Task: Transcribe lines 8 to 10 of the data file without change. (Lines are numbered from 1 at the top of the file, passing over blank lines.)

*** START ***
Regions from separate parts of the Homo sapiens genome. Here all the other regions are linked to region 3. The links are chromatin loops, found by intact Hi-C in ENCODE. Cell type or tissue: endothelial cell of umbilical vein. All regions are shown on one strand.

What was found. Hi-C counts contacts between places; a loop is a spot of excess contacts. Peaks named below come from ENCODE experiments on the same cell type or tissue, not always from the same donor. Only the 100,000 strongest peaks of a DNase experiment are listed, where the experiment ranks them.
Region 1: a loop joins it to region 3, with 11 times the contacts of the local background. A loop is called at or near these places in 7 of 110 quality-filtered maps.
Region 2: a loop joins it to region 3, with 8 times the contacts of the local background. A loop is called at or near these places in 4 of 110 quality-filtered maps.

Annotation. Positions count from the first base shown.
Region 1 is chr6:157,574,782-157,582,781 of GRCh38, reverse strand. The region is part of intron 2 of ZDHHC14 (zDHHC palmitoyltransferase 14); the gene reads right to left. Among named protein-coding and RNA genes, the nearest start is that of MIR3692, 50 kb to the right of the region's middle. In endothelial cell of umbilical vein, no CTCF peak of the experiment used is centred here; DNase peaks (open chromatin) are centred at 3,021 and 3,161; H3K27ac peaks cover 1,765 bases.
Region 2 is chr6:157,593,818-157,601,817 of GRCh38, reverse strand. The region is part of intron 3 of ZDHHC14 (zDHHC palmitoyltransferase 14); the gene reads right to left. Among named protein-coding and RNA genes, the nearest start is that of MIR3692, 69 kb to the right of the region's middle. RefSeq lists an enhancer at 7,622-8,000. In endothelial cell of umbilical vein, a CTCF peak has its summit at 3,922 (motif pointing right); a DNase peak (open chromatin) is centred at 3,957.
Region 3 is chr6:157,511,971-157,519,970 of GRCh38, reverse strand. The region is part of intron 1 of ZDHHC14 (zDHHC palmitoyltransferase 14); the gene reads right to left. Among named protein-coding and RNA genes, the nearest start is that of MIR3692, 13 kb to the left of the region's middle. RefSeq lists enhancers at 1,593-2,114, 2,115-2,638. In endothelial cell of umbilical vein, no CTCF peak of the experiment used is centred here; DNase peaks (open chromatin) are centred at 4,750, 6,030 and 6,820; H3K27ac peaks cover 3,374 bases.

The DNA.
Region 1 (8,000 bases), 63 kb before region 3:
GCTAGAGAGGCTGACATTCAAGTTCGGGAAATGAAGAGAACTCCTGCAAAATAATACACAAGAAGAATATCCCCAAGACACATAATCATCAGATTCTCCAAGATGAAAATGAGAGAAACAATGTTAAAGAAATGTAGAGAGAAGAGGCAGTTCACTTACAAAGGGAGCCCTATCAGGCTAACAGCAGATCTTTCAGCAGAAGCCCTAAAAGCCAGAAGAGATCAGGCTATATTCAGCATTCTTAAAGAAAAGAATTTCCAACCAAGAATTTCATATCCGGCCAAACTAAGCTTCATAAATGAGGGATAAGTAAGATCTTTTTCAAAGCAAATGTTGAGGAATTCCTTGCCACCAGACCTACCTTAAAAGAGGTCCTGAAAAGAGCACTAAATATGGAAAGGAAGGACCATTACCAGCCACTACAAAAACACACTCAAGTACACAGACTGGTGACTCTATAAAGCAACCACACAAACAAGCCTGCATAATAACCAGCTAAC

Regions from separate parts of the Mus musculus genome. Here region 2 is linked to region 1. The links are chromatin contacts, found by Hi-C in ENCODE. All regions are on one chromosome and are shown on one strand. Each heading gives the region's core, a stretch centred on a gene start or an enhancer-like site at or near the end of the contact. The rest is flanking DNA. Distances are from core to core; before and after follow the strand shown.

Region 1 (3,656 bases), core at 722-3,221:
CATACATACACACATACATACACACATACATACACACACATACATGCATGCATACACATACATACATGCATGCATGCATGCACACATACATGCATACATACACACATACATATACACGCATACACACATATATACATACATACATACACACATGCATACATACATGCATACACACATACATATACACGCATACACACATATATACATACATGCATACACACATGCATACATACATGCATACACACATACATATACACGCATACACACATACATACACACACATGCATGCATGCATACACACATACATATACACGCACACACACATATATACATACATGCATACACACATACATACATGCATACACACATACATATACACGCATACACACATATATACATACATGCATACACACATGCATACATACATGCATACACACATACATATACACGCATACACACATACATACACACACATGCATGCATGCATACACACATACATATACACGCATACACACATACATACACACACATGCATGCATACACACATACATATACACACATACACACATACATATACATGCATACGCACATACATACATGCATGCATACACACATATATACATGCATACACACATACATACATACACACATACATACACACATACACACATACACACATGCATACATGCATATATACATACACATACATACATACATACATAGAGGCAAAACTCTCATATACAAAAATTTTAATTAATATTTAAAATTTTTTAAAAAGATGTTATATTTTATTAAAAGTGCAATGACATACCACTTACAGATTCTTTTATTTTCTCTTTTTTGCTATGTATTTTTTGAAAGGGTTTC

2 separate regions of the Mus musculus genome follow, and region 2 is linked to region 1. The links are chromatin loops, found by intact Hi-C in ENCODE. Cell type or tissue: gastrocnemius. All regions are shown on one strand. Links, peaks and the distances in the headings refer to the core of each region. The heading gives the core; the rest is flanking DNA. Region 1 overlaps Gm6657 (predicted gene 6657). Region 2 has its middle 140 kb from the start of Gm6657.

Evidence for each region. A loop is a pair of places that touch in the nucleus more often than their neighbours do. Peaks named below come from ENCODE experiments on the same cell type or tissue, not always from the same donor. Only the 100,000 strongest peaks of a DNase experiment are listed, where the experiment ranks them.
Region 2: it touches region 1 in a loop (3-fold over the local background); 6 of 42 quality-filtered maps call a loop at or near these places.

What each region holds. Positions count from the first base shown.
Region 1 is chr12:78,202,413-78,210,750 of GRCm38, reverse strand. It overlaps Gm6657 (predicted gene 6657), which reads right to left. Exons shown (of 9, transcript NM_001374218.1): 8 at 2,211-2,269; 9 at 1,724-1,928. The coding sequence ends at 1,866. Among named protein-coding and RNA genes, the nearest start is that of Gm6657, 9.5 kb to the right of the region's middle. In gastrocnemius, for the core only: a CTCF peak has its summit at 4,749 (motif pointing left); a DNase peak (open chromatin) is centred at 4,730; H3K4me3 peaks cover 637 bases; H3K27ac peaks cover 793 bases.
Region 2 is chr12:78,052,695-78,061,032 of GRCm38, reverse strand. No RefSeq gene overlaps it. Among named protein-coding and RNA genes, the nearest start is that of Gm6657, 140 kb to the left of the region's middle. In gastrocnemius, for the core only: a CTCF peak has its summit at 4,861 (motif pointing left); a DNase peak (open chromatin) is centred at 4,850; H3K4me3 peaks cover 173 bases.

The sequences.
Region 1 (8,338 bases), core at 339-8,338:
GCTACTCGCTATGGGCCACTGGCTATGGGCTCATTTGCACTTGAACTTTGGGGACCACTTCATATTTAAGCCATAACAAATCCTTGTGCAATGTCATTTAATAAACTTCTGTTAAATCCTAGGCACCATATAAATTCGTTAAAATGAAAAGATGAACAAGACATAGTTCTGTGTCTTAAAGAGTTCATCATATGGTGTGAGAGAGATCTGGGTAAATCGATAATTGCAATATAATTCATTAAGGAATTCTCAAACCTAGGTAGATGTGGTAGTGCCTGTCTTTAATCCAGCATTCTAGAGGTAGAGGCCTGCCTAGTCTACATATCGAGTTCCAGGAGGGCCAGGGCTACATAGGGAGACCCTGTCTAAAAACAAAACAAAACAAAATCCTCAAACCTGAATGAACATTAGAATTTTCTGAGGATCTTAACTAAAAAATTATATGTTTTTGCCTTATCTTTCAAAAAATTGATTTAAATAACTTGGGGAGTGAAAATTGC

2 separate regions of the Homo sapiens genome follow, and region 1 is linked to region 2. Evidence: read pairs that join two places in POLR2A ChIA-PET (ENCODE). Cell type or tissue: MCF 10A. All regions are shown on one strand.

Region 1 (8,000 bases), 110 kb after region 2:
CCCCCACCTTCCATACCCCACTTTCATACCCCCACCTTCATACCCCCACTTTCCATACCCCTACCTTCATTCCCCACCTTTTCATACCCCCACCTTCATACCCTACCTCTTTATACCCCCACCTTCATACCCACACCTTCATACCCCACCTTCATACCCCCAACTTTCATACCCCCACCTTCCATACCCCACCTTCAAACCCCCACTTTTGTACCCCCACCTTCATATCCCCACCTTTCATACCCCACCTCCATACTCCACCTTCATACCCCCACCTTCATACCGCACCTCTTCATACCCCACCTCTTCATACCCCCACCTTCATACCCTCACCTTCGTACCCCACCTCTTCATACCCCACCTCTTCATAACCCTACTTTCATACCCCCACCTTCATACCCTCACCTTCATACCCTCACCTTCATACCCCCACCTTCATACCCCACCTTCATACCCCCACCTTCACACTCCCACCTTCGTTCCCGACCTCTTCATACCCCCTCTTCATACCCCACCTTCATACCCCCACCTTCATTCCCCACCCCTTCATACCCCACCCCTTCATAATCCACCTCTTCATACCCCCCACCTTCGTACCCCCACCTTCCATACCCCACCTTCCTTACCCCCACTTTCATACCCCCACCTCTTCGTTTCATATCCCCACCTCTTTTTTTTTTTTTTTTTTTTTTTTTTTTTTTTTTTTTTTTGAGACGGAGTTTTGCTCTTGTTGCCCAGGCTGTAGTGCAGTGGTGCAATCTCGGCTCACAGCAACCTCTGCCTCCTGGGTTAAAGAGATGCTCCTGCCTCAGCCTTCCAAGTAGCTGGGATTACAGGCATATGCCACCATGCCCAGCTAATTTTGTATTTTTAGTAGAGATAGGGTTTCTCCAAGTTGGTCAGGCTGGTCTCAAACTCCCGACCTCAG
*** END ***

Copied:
Region 3 is chr6:157,511,971-157,519,970 of GRCh38, reverse strand. The region is part of intron 1 of ZDHHC14 (zDHHC palmitoyltransferase 14); the gene reads right to left. Among named protein-coding and RNA genes, the nearest start is that of MIR3692, 13 kb to the left of the region's middle. RefSeq lists enhancers at 1,593-2,114, 2,115-2,638. In endothelial cell of umbilical vein, no CTCF peak of the experiment used is centred here; DNase peaks (open chromatin) are centred at 4,750, 6,030 and 6,820; H3K27ac peaks cover 3,374 bases.

The DNA.
Region 1 (8,000 bases), 63 kb before region 3: